Medical Resdients To File Class-Action Lawsuit Over Matching Program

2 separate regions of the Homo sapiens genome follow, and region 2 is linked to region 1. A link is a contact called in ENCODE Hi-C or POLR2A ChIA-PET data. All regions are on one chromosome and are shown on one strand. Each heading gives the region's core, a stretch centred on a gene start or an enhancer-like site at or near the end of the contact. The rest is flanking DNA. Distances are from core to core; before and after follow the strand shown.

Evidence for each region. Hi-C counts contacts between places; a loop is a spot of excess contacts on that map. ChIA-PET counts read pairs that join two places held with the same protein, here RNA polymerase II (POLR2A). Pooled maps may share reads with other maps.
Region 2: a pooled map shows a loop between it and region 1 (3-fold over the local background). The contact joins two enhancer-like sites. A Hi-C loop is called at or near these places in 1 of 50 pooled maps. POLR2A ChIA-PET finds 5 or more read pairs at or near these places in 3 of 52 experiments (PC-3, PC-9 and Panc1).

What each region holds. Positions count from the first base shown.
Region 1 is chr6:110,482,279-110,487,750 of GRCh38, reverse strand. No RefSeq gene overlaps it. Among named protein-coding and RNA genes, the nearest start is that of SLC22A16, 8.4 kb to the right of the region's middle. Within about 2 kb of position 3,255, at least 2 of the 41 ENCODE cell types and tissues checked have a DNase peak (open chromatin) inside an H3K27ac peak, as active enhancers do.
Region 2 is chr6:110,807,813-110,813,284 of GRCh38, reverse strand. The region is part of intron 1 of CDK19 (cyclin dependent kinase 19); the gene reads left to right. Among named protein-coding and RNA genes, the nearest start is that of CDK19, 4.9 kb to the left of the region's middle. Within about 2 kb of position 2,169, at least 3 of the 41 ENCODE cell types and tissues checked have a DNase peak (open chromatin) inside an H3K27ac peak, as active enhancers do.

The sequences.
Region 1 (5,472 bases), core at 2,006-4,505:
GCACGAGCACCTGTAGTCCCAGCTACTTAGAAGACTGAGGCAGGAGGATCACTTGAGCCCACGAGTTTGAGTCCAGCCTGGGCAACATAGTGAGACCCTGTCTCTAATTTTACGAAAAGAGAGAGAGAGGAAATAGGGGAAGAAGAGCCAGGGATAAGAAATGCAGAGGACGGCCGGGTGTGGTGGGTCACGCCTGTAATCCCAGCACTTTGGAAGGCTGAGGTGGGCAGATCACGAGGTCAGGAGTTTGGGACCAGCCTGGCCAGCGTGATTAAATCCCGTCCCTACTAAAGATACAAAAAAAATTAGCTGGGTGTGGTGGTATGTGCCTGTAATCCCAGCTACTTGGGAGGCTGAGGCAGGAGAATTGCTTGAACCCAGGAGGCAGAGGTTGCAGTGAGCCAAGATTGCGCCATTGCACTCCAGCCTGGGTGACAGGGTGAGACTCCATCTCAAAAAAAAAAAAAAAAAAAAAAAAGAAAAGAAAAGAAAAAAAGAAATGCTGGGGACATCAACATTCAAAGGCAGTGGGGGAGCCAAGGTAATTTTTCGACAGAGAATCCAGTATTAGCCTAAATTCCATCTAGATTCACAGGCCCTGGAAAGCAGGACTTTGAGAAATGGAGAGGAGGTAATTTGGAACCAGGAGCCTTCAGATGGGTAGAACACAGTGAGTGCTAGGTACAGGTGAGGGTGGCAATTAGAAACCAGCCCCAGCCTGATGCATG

Plaintiffs who claim to represent about 200,000 medical residents plan to file a lawsuit today in Washington, D.C., alleging that seven medical organizations and more than 1,000 private hospitals nationwide have used the National Resident Matching Program to "keep residents' wages low and hours long," the New York Times reports. The matching program, which matches 80% of medical school graduates with first-year residency programs, allows hospitals to share "detailed salary information" but does not permit residents to negotiate their terms of employment, according to the lawsuit. The lawsuit, which will seek class-action status, alleges that as a result, employers "pay residents standardized salaries, regardless of such factors as program prestige, medical specialty, geographic location, resident merit and year of employment. With few exceptions, employers pay salaries very close to the national average and very close to each other. By contrast, post-residency physicians earn widely varying compensations based on these factors, especially geographic location and medical specialty." The Association of American Medical Colleges, which administers the matching program, reports that first-year medical residents who have completed four years of medical school earn an average of $37,383. Medical residents often have 100-hour workweeks and earn less than $10 per hour, the Times reports. Although the lawsuit seeks unspecified monetary damages, the Times reports that a court could order the defendants, which include AAMC, to pay as much as $36 billion. Lloyd Constantine, a former New York state antitrust official, said, "If this were coal or steel or autos, it would flat-out be a felony and would probably be prosecuted criminally." However, supporters of the matching program said that medical residencies "serve an important social purpose in training doctors" and should not face the same antitrust restrictions as other industries. Kevin Williams, a medical professor at Thomas Jefferson University in Philadelphia, said that a medical residency represents a "continuation of a medical education," not employment (Liptak, New York Times, 5/7).This is part of the California Healthline Daily Edition, a summary of health policy coverage from major news organizations. Sign up for an email subscription.